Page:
Fire chief: Coffee shop owner was told to leave before blast in Durham

DURHAM, N.C. — The coffee shop owner killed in a Durham gas line explosion was last seen in the doorway of his business after firefighters evacuated his customers and told him to leave, as well, the fire chief said Thursday.

New details about what led to the death of the coffee shop owner emerged as authorities raised the toll of people injured to 25, including nine firefighters.

Durham Deputy Fire Chief Chris Iannuzzi said eight more firefighters were treated at a hospital, in addition to the one who underwent surgery. All were expected to be released Thursday.

Police said Kaffeinate coffee shop owner Kong Lee, 61, was the only person killed in the blast that leveled the century-old building. The coffee shop was on the building's ground floor.

A gas leak had been reported about a half-hour before the blast Wednesday morning, and firefighters were working to get people out of nearby buildings. A Durham police spokesman has said a contractor boring along a sidewalk hit a gas line and caused the leak, but authorities are still investigating what made it ignite. City officials declined to name the contractor.

Fire Chief Bob Zoldos said Thursday that firefighters told people in the shop to evacuate and got about 10 customers out, but Lee apparently lingered and was last seen in the doorway.

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Asked whether firefighters could have done more to convince Lee to leave, Zoldos said time is short during an emergency and firefighters had to move on to other structures and make sure anyone in danger was told to evacuate.

"We spoke with everyone inside his business including him and said that we were recommending evacuation of the structure, and we got everyone else out but him," he said.

Describing evacuation procedures generally, Zoldos said: "With time of the essence, we don't make a major case for it. We go in and say: 'you need to evacuate the structure immediately' because of whatever the incident is. And that's what our people did."


Zoldos said some of his firefighters continued to work the scene after suffering cuts from flying debris or other injuries from "the concussion of the blast wave."

A man who answered the door at a Raleigh home address for Lee told a reporter Thursday he didn't have anything to say.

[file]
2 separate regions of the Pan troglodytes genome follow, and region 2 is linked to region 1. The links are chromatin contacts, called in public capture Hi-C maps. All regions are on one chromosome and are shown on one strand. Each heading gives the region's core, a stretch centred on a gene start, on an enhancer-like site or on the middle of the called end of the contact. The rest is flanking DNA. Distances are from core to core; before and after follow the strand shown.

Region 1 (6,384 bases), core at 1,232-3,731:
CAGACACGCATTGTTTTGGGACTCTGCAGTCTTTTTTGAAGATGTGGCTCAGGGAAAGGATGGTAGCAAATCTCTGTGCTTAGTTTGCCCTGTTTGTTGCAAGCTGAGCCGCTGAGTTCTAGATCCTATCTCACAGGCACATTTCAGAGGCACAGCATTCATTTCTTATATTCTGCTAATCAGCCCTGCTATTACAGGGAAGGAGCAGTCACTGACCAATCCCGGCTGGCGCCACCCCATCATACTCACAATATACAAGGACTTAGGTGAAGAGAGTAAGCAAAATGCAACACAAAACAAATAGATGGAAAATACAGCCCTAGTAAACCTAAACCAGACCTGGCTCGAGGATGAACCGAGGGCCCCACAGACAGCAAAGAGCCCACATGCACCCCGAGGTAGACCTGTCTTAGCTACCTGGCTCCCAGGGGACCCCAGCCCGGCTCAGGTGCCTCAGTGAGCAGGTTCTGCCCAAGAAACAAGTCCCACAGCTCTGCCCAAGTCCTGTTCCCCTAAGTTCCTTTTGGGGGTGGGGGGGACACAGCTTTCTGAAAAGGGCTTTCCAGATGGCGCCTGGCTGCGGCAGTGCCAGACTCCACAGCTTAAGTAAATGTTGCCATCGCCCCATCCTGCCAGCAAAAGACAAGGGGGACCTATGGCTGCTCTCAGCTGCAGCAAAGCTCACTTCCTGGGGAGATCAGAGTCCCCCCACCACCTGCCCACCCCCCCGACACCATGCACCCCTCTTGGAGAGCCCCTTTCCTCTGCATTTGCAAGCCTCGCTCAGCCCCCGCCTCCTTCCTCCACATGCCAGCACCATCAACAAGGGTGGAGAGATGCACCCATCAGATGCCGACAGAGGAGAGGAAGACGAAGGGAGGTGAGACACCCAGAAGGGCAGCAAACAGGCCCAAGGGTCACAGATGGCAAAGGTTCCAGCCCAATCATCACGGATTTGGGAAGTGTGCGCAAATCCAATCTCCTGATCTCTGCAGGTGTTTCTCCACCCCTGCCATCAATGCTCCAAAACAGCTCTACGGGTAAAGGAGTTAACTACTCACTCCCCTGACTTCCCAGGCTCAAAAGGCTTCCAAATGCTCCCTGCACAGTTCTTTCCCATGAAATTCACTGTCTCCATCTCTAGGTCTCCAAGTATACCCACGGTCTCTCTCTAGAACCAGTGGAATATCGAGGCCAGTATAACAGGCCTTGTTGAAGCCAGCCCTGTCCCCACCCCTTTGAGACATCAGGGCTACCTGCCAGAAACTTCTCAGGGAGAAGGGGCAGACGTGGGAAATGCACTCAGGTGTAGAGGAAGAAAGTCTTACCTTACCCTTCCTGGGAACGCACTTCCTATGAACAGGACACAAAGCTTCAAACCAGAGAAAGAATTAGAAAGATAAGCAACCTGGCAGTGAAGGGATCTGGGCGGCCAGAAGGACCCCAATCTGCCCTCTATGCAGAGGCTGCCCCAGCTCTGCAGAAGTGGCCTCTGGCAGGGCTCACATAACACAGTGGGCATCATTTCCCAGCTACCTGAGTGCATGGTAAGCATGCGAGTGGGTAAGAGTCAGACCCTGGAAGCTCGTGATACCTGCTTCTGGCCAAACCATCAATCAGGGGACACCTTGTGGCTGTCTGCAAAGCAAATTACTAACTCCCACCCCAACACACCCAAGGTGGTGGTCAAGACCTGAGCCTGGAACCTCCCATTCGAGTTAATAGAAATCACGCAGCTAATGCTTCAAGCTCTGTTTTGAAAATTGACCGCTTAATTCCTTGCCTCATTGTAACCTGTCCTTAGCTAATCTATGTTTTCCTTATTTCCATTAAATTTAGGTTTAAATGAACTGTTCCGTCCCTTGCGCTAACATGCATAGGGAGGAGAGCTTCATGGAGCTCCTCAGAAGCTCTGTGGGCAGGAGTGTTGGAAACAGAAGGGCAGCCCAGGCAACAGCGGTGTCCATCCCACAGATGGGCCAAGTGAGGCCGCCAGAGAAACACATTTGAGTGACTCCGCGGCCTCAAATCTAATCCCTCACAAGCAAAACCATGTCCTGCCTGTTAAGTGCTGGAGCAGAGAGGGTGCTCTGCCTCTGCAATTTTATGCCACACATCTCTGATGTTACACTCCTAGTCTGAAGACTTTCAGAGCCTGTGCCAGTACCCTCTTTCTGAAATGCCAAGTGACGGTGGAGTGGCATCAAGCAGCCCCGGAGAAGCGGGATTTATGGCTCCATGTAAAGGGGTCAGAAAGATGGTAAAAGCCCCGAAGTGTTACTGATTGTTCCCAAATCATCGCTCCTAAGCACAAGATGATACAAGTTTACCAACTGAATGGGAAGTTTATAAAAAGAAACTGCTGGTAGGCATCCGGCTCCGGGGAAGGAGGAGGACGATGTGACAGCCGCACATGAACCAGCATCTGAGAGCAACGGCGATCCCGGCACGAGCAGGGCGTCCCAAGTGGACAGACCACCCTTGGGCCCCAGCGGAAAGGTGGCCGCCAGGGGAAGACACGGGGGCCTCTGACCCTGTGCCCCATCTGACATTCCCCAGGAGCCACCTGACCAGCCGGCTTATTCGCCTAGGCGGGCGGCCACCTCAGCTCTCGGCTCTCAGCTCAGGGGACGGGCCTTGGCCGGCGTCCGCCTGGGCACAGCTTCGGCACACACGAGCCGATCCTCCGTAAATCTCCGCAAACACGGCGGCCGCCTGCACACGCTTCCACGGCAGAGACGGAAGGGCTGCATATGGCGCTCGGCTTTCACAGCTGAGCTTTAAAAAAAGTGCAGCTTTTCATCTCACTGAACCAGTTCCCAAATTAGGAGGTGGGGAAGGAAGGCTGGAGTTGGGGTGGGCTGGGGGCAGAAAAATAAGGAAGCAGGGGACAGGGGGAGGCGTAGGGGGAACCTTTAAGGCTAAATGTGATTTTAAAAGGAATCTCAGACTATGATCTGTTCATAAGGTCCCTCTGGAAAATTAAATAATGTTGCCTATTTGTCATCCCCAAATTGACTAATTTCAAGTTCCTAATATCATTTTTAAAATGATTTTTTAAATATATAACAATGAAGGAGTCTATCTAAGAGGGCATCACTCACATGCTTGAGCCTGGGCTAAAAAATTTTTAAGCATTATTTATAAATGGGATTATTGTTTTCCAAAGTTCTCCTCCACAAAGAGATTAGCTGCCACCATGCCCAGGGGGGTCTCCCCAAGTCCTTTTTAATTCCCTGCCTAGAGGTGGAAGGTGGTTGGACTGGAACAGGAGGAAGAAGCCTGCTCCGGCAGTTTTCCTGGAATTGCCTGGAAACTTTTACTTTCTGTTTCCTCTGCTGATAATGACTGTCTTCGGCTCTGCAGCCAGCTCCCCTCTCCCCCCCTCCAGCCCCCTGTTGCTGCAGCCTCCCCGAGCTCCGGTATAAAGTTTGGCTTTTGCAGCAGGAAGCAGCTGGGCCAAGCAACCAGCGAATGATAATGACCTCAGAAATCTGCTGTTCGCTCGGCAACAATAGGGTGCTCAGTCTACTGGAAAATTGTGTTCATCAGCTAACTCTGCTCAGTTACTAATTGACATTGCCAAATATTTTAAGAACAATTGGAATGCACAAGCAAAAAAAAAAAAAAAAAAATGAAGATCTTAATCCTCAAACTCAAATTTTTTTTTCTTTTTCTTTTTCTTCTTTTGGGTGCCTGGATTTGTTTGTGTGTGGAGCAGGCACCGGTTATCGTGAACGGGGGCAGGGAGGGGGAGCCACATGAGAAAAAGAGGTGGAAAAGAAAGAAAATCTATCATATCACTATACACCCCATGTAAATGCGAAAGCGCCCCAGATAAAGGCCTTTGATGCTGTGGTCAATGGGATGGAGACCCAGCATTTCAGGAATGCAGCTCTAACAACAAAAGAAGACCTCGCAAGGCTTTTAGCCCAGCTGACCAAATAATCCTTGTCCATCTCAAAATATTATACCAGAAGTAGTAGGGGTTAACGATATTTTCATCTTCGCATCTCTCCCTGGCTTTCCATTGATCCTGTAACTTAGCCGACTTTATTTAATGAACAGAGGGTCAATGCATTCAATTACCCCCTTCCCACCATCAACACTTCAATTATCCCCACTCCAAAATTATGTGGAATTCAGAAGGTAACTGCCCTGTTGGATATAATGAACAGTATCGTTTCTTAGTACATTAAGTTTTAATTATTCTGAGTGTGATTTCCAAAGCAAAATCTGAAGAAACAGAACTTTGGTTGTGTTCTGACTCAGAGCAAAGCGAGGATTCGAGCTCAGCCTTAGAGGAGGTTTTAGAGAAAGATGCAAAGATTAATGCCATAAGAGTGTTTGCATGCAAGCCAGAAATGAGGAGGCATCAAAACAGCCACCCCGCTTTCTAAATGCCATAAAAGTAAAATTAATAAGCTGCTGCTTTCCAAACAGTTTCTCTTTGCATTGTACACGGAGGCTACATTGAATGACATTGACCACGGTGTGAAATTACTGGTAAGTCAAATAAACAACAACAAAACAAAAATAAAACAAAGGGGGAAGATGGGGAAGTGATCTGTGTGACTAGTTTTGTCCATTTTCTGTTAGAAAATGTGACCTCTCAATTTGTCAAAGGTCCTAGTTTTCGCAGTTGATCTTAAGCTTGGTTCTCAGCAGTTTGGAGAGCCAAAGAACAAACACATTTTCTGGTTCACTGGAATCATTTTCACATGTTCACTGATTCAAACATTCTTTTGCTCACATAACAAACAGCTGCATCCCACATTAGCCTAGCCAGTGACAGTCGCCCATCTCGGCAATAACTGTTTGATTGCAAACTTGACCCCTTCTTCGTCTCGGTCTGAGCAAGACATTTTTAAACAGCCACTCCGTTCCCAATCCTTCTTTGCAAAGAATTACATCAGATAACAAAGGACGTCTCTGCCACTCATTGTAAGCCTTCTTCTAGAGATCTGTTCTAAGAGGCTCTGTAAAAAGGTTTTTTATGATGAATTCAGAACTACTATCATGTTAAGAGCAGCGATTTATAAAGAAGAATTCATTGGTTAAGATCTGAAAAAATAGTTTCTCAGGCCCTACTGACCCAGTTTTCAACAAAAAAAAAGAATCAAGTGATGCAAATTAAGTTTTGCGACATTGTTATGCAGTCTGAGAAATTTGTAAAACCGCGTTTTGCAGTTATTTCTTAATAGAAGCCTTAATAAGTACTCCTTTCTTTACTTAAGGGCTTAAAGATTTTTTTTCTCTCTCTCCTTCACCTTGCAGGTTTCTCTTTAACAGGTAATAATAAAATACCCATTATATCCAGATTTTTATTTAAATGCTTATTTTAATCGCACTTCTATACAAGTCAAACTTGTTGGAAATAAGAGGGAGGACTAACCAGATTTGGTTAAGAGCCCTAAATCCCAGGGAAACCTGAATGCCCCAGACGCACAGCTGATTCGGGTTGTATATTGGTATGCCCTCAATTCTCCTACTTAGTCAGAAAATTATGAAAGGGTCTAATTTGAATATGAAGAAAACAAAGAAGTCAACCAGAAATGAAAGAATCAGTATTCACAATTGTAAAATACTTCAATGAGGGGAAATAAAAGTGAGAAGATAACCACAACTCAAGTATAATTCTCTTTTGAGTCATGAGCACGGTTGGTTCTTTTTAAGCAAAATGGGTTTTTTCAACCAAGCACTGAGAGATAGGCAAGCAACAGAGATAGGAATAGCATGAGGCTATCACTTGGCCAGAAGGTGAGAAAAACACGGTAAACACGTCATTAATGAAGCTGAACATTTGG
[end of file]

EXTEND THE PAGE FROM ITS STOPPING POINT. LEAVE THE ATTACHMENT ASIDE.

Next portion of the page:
Iannuzzi said at least 15 buildings were damaged by the blast, which happened in a shopping district downtown made of converted tobacco warehouses and other industrial buildings. Some windows were shattered blocks away. Authorities were inspecting the nearby businesses to determine when they can reopen.

Authorities say no one else was believed to be trapped or unaccounted for, but a search of the rubble was continuing as a precaution. Several dozen firefighters, state agents and other authorities could be seen at the site of the explosion Thursday, including one officer leading a search dog in and out of the rubble pile.

The destroyed building also housed offices for Prescient Co., a technology company focused on the building industry. Company officials said their employees were able to safely evacuate shortly before the explosion.

The explosion happened on North Duke Street near the Durham School of the Arts. No students were hurt. The school will be closed on Thursday.

“It was a humongous explosion, man, and it shook this house,” worker Danny Dadamo told Channel 9. “It was just unbelievable, man.”

Bubba Ellis was in Shooters Nightclub two blocks away. He and others rushed to help before firefighters could get to the scene.

“Like most people said on the TV already, I thought it was another (first responder). I didn’t know what type of explosion it was but just (there to) see if I could help,” Ellis said.

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"Our students and staff are safe in place at the school; there have been no injuries," Durham Public Schools said in a statement on Twitter.

Classes were dismissed for the day at the school. The schools' website said it has about 1,700 students in grades 6 through 12 and more than 135 teachers and counselors.

Television station video of the scene showed flames jumping from windows along with heavy smoke and piles of rubble.

“I fell down the steps,” nearby resident Ralph McCord told Channel 9. “I got downstairs and started looking around and the windows were blown out on the side, and I thought someone had dropped a bomb or something. I didn’t know.”

Duke University employee Mary Williams said she heard the explosion and felt shaking at her building a third of a mile away.

"I was in the kitchen. I heard this loud boom and the building shook. When I looked out, I saw the smoke billowing up. I was scared for whoever was in the vicinity because it did not look very good."

Another Duke employee in the same building, Sharon Caple, said in the minutes afterward the sky was darkened.

"All you saw was this black smoke," she said.

Check back for updates on this developing story. 

(The Associated Press and WTVD contributed to this report). 

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